DIY Craft Cocktails: Festive Non-Alcoholic Drinks

Making drinks for those who can't (or prefer not to) drink alcohol can be a bit of a challenge. It's easy to offer a guest a bottle of soda, juice, or sparkling water, but in the context of a party, particularly during the holidays, it's more fun and inviting to plan ahead and be able to offer them a beverage that's more intricate, more special, more festive.


Non-alcoholic cocktails can be broken down into three basic categories. Each of them more or less emulates the basic concept behind a cocktail with alcohol in it: a handful of ingredients are chilled and mixed together to create a beverage with a complex and refreshing flavor profile. Adding a garnish to the drink adds to its formal yet inviting appeal – the cocktail equivalent of a handshake.


In the first category, a drink is made out of a variety of fruit and vegetable juices, which are shaken  with ice and drained, in the style of a martini. When making one of these drinks, it's fun to experiment with different and complementary flavors. Earthy vegetables such as beets or carrots pair well with the sweetness of an apple, cut with a little honey. (If you own a juicer, experimenting with different ingredients is fairly easy to do. Herbs and leafy greens can also be mixed in.) Once shaken and strained into a chilled glass, if the drink isn't quite sweet enough, the rim of the glass can be dusted with sugar.


The second category of non-alcoholic drinks uses fruit or vegetable juice as its base, then adds some kind of carbonated liquid. This is analogous to a champagne cocktail, where a small amount of flavoring enhances the main ingredient, which itself is the focus of the drink. The carbonated liquid can be anything from tonic water or colas to ginger ale or ginger beer. For example, muddle a few sprigs of thyme with a shot of mango juice before adding it to a champagne flute and topping with lemon lime soda. The key is to find flavors that go well together and create a complex result that has more depth than something that can be bought ready-made at the store.


Simmering the simple syrupSimmering ginger cranberry simple syrup

The third category of drinks takes this idea one step further. These cocktails use a small amount of highly concentrated, sweet or savory liquid and combine it with a lightly carbonated addition. The concentrate can be anything from steeped green tea with cane sugar to a layered, multi-ingredient simple syrup. In this type of drink, the concentrate is similar to a shot of liquor. Accordingly, the added carbonation should not overshadow the concentrate; it should be paired with soda water or sparkling apple cider - anything that has a muted flavor that will be supplemental to the base liquid.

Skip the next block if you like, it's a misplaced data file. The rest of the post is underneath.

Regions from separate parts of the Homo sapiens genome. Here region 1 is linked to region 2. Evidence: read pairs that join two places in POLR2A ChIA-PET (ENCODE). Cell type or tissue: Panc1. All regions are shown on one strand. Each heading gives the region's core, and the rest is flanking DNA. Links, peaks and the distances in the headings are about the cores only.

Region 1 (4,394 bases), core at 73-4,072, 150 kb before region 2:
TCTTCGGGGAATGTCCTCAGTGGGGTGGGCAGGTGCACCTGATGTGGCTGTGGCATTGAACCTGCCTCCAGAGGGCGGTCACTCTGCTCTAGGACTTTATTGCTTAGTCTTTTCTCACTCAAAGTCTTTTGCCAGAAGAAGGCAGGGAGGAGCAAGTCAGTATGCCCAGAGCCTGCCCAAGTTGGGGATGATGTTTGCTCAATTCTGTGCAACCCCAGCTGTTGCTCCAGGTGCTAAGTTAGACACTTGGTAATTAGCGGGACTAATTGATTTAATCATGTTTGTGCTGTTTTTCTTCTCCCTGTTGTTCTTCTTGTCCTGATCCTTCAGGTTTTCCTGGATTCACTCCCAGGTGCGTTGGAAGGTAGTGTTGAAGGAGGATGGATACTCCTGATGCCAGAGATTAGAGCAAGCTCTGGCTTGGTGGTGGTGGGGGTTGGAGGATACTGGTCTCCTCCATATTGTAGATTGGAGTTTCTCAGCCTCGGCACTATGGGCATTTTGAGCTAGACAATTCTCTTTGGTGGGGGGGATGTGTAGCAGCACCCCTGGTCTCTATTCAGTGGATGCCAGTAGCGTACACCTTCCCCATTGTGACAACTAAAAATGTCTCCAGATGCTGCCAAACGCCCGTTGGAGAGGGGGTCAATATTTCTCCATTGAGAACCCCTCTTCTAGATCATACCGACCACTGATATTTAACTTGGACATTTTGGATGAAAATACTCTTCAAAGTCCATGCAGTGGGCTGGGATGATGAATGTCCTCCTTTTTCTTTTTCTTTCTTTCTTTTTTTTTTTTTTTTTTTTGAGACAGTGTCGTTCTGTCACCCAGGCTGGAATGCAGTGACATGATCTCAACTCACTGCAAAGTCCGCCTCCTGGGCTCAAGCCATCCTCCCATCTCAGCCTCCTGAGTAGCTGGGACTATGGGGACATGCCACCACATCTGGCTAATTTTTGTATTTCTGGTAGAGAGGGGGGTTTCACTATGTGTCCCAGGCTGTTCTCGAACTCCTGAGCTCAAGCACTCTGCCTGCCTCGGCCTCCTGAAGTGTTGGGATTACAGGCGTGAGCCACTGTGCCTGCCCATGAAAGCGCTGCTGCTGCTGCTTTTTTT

I've been making (and enjoying and serving) the following nonalcoholic cocktail from this third category of drinks. As with other simple syrups, the key here is to make a batch and then keep it in the fridge for when needed. Having several syrups on hand leads to easy spontaneity when mixing drinks. I've paired this particular syrup with sparkling apple juice because I like the latter's sweet, sour, and crisp flavor.




Ingredients for simple syrupIngredients for simple syrup

Ginger Cranberry Syrup with Vanilla



  • 1 1/2 cups water
  • 1 1/2 cups sugar
  • 1 cup frozen cranberries
  • 1/2 cup dried cherries
  • half an orange, cut into four sections
  • 1 teaspoon vanilla
  • 4 quarter inch slices of fresh ginger
  • pinch sea salt
  • pinch ground black pepper



  1. Simmer the water and sugar in a saucepan over medium heat until the sugar is dissolved.
  2. Meanwhile, lightly crush the cranberries with a rolling pin (this will prevent them from popping while cooking.)
  3. When the sugar is fully dissolved, squeeze the orange sections into the mixture then add the rind/pulp. Add the ginger, salt, and pepper.
  4. Cover the mixture and turn the heat down to low. Let the mixture simmer for twenty minutes, stirring occasionally.
  5. Turn the heat off and remove the lid. Stir in the vanilla and let the mixture cool for 20 minutes.
  6. Strain the mixture using a fine mesh strainer. Press on the solids to extract all the syrup before discarding them. Allow the syrup to cool completely before storing it in a jar or other container.

The syrup should keep, sealed in the refrigerator, for a few weeks.



Ginger Cranberry Apple Spritzer


Makes 1 drink


  • 3 tablespoons Ginger Cranberry Syrup
  • 6-8 oz sparkling apple juice
  • orange slice and dried cherries (for garnish)



  1. Fill a medium-sized wine glass halfway with ice. Add Ginger Cranberry syrup and fill rest of glass with sparkling apple juice. Add garnish and serve.


Peter Groynom is a graduate of Carleton College and the San Francisco School of Bartending. He is an avid home cook, a writer, and a Photoshop enthusiast. His photography can be found at Arts and Hovercrafts. He lives in Minneapolis. His writes SGT's DIY Craft Cocktails series, and his latest post was DIY Craft Cocktails: Beer Shandies for Cooler Temps.